3rd March 2019 is WORLD WILDLIFE DAY
To celebrate and raise awareness of the world’s wild fauna and flora
Slow Worm Identification
A zoology student from the University of Cumbria is using an ingenious technique to identify individual slow worms as part of her dissertation research into conserving this seldom seen lizard.
Suzanne Collinson,45, a third year BSc Zoology student at the University of Cumbria has a passion for the UK’s only legless lizard and is working on a conservation project in the village of Dalston, Carlisle, one of the few areas in Cumbria where the creatures are known to reside.
To help her monitor the population in St Michael’s churchyard in the village, Suzanne is using a novel method of photographing the markings on the animals’ chins. These markings are unique and assist Suzanne in identifying individuals, which are otherwise indistinguishable from each other.
We’re hearing more and more reports of frogspawn in the south west so it’s now time keep your eyes peeled for amorous amphibians… For the third year, we running the PondNet Spawn Survey. We’d like to hear from you about the frog and toad spawn you spot in your garden ponds, local community ponds, and any ponds you come across in your adventures in the countryside. https://freshwaterhabitats.org.uk/projects/pondnet/spawnsurvey2019/
Cardiff University prepares scientists to tackle
global environmental challenges
A new master’s degree from Cardiff University will train the next generation of scientists to tackle urgent global issues that are having significant impacts on wildlife and ecosystems around the world.
The world is facing unprecedented challenges; from a growing human population and increased habitat loss, to plastic pollution and a changing climate. To meet these challenges, there is a need for innovative and adaptable scientists who can develop conservation strategies with real impact.
Cardiff University’s MSc in Global Ecology and Conservation will combine scientific theory with practical research in the field, to equip students with the skills and knowledge to devise effective and scalable solutions to some of the world’s most pressing problems.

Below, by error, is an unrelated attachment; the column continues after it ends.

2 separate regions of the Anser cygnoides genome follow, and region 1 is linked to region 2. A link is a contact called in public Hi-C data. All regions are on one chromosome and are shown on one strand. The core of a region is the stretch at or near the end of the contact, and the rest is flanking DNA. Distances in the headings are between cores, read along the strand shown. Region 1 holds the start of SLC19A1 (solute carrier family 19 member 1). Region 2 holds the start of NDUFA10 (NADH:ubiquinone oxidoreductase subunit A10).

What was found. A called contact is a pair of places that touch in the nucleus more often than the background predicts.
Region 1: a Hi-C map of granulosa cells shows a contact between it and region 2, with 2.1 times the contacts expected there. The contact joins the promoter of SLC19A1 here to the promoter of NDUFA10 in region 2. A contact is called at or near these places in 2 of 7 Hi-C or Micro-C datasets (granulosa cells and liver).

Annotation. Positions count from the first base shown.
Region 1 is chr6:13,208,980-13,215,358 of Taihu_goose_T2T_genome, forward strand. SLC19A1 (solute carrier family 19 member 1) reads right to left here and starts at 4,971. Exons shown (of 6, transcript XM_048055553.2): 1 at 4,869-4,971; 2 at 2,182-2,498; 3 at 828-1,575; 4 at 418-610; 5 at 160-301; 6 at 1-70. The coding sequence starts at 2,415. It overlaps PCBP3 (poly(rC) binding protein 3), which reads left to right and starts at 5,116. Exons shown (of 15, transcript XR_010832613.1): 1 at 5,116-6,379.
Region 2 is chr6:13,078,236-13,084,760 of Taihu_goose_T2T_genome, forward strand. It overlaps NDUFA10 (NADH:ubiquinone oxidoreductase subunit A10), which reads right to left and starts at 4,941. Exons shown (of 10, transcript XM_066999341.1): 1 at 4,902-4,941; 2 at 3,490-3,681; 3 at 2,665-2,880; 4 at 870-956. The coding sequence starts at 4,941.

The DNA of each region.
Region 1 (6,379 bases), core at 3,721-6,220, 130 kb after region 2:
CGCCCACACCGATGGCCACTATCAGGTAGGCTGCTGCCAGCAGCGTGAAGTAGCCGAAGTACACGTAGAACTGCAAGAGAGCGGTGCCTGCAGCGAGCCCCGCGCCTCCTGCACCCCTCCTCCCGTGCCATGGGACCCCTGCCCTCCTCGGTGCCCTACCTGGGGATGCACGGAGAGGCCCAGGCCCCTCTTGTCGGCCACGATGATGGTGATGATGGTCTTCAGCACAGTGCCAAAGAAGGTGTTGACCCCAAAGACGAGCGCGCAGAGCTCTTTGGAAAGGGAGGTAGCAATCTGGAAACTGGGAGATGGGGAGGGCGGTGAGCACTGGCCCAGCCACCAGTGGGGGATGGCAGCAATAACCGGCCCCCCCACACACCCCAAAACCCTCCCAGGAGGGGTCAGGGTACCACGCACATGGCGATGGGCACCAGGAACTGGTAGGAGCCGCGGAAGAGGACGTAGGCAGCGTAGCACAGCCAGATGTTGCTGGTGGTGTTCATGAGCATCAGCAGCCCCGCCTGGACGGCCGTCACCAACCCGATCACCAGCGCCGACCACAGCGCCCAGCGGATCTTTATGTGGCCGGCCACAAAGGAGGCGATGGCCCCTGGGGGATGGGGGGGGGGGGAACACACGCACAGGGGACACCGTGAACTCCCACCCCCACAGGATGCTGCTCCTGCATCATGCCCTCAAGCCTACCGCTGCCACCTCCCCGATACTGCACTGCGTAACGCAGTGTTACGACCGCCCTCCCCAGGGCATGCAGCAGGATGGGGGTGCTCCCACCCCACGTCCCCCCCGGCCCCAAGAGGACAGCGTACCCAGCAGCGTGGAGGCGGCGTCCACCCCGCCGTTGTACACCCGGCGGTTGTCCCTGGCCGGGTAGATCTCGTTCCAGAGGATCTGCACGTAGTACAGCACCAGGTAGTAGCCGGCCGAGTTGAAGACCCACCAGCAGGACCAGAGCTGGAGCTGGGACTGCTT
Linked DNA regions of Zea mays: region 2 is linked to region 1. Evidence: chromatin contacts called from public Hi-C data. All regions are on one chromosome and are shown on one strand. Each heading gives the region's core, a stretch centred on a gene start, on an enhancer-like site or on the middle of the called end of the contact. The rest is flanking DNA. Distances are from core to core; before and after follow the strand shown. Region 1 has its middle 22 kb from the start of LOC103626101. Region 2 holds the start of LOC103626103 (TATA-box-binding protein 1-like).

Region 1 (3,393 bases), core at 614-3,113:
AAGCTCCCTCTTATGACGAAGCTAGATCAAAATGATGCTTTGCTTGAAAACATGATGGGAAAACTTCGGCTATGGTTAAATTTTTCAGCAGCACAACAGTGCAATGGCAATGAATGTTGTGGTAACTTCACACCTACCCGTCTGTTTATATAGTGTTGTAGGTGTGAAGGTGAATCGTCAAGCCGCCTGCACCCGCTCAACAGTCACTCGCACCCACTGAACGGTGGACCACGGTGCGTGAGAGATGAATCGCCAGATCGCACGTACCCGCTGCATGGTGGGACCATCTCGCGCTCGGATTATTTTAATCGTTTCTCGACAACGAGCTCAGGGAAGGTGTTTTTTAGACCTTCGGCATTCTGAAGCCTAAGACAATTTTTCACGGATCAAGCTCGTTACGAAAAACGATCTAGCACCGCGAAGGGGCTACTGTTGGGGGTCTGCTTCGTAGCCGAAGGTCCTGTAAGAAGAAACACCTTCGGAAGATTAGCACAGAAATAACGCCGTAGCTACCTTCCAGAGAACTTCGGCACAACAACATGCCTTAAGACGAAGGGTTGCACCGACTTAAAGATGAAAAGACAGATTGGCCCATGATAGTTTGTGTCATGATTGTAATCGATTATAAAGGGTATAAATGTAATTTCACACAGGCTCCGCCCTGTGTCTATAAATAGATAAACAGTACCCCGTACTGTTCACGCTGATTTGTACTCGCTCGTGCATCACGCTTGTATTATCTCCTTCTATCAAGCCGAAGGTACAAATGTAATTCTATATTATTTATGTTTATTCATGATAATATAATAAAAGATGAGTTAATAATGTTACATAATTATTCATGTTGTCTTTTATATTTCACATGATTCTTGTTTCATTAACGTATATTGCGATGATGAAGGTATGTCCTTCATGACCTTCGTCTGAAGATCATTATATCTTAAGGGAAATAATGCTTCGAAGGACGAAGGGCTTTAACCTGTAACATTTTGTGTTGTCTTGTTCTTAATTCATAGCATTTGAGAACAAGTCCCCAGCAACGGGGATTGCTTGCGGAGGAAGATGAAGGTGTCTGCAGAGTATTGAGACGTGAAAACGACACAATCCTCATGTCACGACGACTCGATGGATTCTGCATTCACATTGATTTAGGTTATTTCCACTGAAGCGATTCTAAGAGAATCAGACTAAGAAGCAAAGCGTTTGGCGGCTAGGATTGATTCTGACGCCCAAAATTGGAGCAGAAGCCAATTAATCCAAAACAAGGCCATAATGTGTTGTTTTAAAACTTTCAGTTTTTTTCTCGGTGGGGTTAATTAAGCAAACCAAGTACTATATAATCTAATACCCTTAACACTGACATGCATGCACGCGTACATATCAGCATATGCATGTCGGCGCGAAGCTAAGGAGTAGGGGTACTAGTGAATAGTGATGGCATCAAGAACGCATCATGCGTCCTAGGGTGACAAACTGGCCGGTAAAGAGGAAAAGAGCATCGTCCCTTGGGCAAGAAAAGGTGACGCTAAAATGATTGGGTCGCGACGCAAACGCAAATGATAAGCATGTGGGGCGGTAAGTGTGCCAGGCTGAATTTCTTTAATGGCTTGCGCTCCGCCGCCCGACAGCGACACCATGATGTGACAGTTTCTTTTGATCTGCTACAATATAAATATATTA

From the rivers of South Wales to the Bornean rainforest, it covers the major conservation issues affecting various habitats across the globe, enabling students to learn how to identify and tackle current and emerging threats to species and ecosystems.
The course also takes full advantage of Wales’ incredible ecological diversity, providing the perfect environment for students to develop skills as field researchers.
“The world as we know it is changing at a rapid rate – and our ecosystems are under more stress than ever before,” explains Professor Jim Murray, Head of the School of Biosciences at Cardiff University.
“The School of Biosciences is home to leading scientists who are conducting cutting-edge research into a number of environmental issues – from pioneering climate change research, to developing action plans to preserve native species. The new MSc will offer an exciting opportunity for them to share this knowledge with the next generation of ecological scientists, furnishing them with the knowledge and experience they need to ‘be the change’ and make a real world difference.”
Deputy Vice-Chancellor of Cardiff University, Professor Karen Holford, added: “Research tells us that climate change and the destruction of nature is considered to be the most serious global issue by 18-35 year olds across the world.
“As a responsible organisation with a strong civic mission, Cardiff University is committed to environmental sustainability, and our 2018-23 Way Forward Strategy contains ambitious targets around eliminating single use plastics, reducing carbon emissions and improving recycling rates, for example.
“Our new MSc in Global Ecology and Conservation enables us to take our commitment to environmental issues one step further. Through interdisciplinary research and teaching, this forward-looking course aims to create skilled and knowledgeable global scientists who can devise innovative solutions to some of the key challenges facing the world in the 21st century, and make a positive difference to our environment, both now and in the future.”